The All* Above All Be Bold Road Trip stopped in Philadelphia on September 9 at Love Park, a symbol of great pride to the City of Brotherly Love and Sisterly Affection. However, as low-income families and women in the city have experienced, the motto certainly isn’t a reflection of the city’s stewardship to communities in need.
There is a human cost of delay, less dramatic than deportations but no less destructive to immigrant communities: lack of access to affordable health care, both for unauthorized immigrants and for some who are in this country legally.
The City of Seattle, Washington, last week introduced a resolution calling for the full repeal of all federal bans on public funding for abortion.
Rarely, if ever, are Black women interviewed in the neighborhoods where they live and asked about a policy’s impact on their lives. As such, I felt it was high time for me to ask Black women in my community about their lived experiences with, and connection to, the laws that secured their right to vote.
The policy changes proposed by the Illinois Department of Healthcare and Family Services would, among other things, increase Medicaid funding for health-care providers to provide birth control for women patients as well as vasectomies for men.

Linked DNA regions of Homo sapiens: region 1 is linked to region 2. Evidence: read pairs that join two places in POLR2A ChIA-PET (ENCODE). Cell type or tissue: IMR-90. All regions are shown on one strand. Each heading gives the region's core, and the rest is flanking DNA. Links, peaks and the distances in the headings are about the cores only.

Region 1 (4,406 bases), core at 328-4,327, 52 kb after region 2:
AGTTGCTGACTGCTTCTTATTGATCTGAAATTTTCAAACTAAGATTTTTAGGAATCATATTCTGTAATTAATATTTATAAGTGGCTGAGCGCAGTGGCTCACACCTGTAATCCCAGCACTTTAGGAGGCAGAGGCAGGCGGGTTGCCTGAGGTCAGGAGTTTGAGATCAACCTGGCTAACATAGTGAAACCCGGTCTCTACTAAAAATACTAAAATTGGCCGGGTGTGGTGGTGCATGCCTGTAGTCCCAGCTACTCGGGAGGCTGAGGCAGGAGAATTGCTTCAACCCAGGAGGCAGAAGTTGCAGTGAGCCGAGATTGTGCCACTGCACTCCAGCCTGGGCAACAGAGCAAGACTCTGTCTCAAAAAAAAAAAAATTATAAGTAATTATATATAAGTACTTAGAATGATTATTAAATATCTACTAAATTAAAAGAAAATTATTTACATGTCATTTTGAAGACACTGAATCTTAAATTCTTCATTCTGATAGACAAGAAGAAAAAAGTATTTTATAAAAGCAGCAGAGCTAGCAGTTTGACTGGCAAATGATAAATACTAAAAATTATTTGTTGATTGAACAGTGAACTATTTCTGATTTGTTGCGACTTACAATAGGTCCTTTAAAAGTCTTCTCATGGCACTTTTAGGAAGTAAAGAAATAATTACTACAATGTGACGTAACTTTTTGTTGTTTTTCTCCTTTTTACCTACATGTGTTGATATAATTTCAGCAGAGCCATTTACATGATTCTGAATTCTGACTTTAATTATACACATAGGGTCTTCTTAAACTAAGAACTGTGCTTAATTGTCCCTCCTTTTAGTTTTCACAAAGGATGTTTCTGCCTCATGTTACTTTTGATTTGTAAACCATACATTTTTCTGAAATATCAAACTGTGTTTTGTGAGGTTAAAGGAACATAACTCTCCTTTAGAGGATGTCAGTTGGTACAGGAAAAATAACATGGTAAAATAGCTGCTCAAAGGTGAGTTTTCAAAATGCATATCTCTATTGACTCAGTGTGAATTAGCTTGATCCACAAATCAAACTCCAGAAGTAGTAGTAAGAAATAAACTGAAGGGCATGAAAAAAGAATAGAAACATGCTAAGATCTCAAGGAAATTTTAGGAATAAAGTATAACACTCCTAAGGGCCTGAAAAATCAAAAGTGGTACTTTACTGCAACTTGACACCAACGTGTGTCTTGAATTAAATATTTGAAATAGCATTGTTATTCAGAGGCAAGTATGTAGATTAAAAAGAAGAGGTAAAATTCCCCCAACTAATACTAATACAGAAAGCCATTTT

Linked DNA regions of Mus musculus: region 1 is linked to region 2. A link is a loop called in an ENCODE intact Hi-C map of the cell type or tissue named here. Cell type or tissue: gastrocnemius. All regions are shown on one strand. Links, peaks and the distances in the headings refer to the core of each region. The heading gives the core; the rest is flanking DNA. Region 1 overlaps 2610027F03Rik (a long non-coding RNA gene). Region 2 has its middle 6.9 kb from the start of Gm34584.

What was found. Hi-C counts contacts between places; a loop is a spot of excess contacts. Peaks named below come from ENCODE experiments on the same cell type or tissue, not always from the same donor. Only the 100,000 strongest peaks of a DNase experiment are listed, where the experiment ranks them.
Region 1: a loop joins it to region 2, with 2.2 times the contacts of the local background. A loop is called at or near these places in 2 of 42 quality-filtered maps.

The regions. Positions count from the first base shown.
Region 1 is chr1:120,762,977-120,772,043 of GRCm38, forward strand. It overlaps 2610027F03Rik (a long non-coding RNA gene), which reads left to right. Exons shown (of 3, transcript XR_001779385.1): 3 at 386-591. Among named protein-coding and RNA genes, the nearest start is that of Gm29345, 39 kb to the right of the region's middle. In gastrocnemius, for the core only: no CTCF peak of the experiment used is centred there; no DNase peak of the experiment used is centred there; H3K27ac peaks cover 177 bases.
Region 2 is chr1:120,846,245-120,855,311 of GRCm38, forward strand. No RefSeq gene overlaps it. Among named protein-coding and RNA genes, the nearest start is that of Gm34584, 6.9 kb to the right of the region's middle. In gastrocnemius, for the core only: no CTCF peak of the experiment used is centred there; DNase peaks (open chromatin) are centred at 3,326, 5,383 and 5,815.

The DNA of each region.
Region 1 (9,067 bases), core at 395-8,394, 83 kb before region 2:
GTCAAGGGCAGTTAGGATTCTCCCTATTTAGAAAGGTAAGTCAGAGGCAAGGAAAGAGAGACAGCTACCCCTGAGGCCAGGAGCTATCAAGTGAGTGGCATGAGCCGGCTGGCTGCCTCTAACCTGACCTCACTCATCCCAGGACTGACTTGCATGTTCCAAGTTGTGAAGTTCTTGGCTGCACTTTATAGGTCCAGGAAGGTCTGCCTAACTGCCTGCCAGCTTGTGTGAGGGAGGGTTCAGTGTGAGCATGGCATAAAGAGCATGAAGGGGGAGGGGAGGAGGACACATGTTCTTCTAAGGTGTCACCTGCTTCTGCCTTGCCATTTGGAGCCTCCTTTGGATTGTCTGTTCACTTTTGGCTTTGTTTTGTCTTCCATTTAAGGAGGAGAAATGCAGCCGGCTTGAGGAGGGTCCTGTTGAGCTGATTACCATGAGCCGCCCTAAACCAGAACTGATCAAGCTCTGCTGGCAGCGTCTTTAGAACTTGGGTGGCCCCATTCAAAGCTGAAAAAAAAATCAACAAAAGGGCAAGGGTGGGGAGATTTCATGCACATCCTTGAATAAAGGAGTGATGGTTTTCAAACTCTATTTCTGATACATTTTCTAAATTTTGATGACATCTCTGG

Organizers thought it was important to incorporate Women’s Equality Day in the Moral Week of Action since many of the policies at issue, including the state’s recent voter identification law, adversely affect women.
Among other things, Ferguson shows us that systemic racial injustice persists, often with “states’ rights” or “local rights” as justification.
Starting on Friday, August 22, a broad coalition of faith, labor, and social justice organizations will hold events in 12 mostly Southern states with a different social justice theme every day.
State officials in Oregon voted to ensure access to a full range of transition-related care for the state’s poorest transgender residents.
The stories of women who participated in focus groups led by SisterSong, included in a new report, convey the gross under-education and discriminatory treatment of Black women living in the South, in particular, where sexual and reproductive health education is nonexistent and stigma is rampant.